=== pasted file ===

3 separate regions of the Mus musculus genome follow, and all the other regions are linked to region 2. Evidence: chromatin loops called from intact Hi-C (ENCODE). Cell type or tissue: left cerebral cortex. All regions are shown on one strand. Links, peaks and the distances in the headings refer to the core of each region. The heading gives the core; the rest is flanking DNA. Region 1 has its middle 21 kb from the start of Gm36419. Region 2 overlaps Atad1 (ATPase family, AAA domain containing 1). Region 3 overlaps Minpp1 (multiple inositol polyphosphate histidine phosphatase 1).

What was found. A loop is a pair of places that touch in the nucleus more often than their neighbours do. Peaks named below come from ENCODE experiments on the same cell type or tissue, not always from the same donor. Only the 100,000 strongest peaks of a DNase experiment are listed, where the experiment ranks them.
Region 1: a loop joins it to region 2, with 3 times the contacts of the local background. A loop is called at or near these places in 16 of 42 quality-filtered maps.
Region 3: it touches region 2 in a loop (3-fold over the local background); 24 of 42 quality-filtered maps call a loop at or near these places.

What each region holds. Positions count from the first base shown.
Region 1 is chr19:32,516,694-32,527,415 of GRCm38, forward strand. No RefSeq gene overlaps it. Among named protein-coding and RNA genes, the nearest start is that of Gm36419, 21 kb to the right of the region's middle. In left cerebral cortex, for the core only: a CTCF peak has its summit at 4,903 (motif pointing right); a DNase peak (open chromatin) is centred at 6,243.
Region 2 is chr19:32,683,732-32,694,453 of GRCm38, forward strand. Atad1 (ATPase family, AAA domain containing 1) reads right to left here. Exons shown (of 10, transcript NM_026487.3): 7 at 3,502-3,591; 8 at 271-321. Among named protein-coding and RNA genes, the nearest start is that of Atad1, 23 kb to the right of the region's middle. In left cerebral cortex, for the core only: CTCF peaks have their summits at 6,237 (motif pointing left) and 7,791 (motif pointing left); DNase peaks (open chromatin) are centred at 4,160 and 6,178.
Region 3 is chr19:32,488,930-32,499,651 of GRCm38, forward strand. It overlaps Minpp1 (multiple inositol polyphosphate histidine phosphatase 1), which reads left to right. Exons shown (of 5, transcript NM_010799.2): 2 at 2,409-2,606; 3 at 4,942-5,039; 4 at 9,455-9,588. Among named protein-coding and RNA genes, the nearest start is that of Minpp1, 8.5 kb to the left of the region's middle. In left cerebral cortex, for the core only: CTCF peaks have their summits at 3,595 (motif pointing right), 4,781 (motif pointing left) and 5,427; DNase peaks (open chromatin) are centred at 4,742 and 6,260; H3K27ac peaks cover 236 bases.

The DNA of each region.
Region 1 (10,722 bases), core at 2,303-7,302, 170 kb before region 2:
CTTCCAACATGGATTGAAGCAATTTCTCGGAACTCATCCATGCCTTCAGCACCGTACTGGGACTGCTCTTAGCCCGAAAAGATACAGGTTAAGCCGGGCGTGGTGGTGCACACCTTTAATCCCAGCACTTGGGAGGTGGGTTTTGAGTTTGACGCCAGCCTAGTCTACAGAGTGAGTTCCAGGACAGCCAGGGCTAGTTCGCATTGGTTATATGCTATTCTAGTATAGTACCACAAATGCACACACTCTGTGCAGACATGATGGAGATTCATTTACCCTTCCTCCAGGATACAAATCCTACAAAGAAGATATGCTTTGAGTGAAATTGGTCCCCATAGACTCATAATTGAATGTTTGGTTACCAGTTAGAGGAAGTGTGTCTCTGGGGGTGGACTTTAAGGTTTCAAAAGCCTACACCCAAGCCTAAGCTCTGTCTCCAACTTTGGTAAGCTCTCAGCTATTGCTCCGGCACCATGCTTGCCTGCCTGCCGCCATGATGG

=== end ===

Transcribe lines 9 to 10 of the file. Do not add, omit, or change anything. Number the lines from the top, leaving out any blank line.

The DNA of each region.
Region 1 (10,722 bases), core at 2,303-7,302, 170 kb before region 2: